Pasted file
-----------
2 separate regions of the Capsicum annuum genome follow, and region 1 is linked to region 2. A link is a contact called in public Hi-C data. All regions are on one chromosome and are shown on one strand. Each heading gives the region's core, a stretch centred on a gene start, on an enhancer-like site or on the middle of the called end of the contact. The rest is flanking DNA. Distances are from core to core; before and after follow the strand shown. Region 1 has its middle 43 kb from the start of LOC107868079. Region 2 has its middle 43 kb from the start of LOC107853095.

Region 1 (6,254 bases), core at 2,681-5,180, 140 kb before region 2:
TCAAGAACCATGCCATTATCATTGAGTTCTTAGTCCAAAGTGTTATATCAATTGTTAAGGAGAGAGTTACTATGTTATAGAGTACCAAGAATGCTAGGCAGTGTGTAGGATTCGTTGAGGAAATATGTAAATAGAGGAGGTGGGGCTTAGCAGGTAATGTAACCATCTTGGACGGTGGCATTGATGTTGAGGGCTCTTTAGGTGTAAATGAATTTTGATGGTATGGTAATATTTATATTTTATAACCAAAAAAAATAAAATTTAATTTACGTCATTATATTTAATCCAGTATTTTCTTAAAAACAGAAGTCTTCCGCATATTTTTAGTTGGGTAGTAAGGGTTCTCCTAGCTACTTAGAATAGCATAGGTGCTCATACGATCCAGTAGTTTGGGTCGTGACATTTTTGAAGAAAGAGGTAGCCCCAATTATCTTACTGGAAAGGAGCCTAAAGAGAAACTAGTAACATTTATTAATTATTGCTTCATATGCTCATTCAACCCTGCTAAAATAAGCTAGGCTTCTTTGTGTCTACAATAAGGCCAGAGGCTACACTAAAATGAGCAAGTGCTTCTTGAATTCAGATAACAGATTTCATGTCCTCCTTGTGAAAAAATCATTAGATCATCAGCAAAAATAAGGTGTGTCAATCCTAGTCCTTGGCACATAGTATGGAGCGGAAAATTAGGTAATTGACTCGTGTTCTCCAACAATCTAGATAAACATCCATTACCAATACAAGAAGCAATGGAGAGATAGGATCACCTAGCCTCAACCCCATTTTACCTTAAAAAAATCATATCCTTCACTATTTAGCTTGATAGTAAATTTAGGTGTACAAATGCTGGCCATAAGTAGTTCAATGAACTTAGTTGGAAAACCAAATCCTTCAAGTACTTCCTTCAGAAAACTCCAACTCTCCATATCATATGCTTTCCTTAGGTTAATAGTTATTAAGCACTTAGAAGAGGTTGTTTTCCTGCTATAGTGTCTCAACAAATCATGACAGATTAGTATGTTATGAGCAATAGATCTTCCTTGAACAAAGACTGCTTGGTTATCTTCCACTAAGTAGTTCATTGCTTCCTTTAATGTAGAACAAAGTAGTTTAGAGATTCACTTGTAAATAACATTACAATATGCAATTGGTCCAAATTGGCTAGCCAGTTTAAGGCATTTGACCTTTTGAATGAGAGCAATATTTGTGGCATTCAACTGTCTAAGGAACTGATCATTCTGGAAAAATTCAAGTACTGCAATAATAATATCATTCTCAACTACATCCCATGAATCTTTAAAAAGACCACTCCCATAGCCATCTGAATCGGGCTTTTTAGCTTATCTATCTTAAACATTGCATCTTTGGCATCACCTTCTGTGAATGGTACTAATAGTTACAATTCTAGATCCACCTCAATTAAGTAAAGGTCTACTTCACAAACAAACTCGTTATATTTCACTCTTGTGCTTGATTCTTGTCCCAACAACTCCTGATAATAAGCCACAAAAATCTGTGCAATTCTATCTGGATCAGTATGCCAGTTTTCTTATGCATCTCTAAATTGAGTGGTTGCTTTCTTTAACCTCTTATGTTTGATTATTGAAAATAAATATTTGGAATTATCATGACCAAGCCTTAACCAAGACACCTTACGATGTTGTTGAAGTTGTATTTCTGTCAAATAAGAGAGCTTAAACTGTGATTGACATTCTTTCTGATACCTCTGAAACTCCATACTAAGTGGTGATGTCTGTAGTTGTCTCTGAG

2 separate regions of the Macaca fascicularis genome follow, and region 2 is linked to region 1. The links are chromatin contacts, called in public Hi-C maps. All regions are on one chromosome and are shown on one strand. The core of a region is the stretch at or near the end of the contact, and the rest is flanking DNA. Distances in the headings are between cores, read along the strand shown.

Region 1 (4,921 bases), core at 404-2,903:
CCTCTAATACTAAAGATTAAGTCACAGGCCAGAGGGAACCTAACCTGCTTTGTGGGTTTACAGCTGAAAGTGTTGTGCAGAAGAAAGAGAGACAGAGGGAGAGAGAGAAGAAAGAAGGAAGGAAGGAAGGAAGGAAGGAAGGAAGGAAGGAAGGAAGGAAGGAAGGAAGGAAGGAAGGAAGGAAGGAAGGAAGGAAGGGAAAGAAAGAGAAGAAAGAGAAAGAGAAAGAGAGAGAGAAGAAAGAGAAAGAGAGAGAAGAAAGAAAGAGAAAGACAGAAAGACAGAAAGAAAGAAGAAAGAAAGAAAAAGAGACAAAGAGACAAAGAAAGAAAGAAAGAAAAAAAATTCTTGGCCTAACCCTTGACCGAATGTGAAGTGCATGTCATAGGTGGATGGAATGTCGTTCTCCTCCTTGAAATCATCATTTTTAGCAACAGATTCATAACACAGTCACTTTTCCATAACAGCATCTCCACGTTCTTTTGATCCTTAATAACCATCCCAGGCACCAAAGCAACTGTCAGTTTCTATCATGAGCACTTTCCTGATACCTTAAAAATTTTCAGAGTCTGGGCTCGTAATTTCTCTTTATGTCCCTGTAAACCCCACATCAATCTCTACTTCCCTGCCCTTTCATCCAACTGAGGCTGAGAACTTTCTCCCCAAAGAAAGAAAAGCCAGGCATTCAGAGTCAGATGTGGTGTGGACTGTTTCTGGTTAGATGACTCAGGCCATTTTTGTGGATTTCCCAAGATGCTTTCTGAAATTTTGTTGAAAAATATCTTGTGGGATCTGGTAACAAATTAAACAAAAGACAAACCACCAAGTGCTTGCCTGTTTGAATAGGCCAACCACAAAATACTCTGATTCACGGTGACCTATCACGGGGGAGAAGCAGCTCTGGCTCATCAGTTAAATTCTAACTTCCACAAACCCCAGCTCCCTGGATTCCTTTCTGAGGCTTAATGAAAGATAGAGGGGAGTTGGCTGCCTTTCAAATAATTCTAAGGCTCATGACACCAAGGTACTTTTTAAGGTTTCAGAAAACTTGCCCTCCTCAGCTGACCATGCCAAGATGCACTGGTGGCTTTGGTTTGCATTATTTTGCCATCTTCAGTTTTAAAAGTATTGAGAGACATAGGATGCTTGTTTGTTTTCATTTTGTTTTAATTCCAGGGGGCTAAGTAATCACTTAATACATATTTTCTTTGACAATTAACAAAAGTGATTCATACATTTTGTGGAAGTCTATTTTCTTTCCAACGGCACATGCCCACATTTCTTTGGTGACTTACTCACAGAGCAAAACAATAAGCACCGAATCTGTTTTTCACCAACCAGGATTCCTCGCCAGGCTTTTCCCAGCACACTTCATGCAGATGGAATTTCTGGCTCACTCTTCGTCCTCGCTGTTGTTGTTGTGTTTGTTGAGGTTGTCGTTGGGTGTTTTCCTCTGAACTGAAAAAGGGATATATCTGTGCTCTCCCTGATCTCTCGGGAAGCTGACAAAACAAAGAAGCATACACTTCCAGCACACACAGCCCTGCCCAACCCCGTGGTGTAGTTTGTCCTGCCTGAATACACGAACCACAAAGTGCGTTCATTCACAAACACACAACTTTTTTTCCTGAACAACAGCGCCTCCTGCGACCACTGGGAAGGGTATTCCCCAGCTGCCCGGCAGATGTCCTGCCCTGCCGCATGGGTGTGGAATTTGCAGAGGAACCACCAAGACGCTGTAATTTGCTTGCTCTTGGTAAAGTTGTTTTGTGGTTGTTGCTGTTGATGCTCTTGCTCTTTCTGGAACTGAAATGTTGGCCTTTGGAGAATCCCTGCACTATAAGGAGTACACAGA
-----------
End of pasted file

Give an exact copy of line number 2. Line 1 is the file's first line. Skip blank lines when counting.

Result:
Region 1 (6,254 bases), core at 2,681-5,180, 140 kb before region 2: